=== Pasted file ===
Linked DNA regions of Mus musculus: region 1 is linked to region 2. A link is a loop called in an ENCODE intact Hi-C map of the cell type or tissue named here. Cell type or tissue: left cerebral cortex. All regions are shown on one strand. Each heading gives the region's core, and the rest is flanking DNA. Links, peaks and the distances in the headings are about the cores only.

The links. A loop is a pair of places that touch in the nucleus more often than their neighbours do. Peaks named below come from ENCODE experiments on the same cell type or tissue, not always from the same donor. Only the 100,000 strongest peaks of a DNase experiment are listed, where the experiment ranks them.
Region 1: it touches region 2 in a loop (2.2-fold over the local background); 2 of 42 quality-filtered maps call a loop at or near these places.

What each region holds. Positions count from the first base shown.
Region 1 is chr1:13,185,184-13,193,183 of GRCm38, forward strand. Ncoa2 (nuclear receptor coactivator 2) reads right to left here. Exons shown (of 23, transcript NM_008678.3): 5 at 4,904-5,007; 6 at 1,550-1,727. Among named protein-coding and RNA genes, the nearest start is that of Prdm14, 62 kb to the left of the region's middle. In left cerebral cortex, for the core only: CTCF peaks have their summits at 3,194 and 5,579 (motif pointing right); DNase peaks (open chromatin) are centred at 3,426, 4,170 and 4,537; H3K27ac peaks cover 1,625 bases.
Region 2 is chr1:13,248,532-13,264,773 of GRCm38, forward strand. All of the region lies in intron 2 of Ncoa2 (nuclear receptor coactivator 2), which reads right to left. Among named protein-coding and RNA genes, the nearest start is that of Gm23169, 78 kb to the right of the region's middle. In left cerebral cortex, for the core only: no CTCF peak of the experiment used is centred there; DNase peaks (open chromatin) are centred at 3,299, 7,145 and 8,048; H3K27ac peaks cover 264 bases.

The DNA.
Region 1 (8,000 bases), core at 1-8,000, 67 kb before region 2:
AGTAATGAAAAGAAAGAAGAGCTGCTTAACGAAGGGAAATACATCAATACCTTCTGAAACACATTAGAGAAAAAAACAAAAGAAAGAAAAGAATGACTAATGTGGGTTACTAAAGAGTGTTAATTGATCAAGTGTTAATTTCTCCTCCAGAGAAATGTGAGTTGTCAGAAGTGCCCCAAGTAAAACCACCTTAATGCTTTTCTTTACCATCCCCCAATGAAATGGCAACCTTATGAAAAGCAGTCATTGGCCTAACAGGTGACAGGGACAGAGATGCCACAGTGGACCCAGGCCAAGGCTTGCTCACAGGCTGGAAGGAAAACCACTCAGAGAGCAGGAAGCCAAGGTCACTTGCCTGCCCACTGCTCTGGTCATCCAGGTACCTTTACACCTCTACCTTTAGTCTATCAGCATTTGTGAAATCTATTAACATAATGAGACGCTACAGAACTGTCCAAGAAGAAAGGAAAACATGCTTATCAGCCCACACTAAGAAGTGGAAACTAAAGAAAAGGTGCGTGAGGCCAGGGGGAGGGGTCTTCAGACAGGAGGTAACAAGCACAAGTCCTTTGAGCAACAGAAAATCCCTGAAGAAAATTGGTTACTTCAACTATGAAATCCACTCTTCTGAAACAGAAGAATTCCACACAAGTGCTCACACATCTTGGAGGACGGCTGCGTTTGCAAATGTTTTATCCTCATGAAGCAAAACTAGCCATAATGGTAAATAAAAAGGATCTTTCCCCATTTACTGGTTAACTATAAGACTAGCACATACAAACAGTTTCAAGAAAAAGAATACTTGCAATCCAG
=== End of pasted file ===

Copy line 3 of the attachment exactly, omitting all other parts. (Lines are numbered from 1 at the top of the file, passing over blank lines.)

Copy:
Region 1: it touches region 2 in a loop (2.2-fold over the local background); 2 of 42 quality-filtered maps call a loop at or near these places.